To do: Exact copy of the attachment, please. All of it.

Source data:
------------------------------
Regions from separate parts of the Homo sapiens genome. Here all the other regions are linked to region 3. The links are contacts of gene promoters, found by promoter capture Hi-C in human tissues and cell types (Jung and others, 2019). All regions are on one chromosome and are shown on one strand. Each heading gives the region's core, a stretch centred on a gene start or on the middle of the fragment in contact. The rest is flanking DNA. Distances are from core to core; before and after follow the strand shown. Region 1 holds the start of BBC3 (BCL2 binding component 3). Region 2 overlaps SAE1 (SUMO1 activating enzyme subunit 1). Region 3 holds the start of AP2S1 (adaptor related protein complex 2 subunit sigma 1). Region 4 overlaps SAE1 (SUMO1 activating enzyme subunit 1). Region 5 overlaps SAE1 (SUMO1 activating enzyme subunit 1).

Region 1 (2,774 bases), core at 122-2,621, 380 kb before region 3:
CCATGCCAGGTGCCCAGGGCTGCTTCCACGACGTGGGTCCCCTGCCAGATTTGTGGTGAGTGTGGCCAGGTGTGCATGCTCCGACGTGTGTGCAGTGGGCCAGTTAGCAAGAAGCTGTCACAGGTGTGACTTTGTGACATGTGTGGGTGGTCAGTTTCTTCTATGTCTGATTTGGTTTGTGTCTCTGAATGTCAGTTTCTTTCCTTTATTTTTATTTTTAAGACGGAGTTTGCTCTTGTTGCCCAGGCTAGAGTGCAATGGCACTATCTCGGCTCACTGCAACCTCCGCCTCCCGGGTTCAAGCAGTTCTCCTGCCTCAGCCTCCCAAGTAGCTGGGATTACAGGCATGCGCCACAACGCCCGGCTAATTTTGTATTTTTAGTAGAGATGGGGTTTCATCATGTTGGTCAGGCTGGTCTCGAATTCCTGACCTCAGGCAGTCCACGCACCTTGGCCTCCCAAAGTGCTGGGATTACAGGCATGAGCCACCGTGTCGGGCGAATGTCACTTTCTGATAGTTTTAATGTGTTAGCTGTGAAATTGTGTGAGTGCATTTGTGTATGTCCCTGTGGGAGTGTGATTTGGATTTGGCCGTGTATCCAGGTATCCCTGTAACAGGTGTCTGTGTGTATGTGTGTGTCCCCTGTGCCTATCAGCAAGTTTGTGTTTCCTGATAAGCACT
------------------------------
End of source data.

Regions from separate parts of the Homo sapiens genome. Here all the other regions are linked to region 3. The links are contacts of gene promoters, found by promoter capture Hi-C in human tissues and cell types (Jung and others, 2019). All regions are on one chromosome and are shown on one strand. Each heading gives the region's core, a stretch centred on a gene start or on the middle of the fragment in contact. The rest is flanking DNA. Distances are from core to core; before and after follow the strand shown. Region 1 holds the start of BBC3 (BCL2 binding component 3). Region 2 overlaps SAE1 (SUMO1 activating enzyme subunit 1). Region 3 holds the start of AP2S1 (adaptor related protein complex 2 subunit sigma 1). Region 4 overlaps SAE1 (SUMO1 activating enzyme subunit 1). Region 5 overlaps SAE1 (SUMO1 activating enzyme subunit 1).

Region 1 (2,774 bases), core at 122-2,621, 380 kb before region 3:
CCATGCCAGGTGCCCAGGGCTGCTTCCACGACGTGGGTCCCCTGCCAGATTTGTGGTGAGTGTGGCCAGGTGTGCATGCTCCGACGTGTGTGCAGTGGGCCAGTTAGCAAGAAGCTGTCACAGGTGTGACTTTGTGACATGTGTGGGTGGTCAGTTTCTTCTATGTCTGATTTGGTTTGTGTCTCTGAATGTCAGTTTCTTTCCTTTATTTTTATTTTTAAGACGGAGTTTGCTCTTGTTGCCCAGGCTAGAGTGCAATGGCACTATCTCGGCTCACTGCAACCTCCGCCTCCCGGGTTCAAGCAGTTCTCCTGCCTCAGCCTCCCAAGTAGCTGGGATTACAGGCATGCGCCACAACGCCCGGCTAATTTTGTATTTTTAGTAGAGATGGGGTTTCATCATGTTGGTCAGGCTGGTCTCGAATTCCTGACCTCAGGCAGTCCACGCACCTTGGCCTCCCAAAGTGCTGGGATTACAGGCATGAGCCACCGTGTCGGGCGAATGTCACTTTCTGATAGTTTTAATGTGTTAGCTGTGAAATTGTGTGAGTGCATTTGTGTATGTCCCTGTGGGAGTGTGATTTGGATTTGGCCGTGTATCCAGGTATCCCTGTAACAGGTGTCTGTGTGTATGTGTGTGTCCCCTGTGCCTATCAGCAAGTTTGTGTTTCCTGATAAGCACT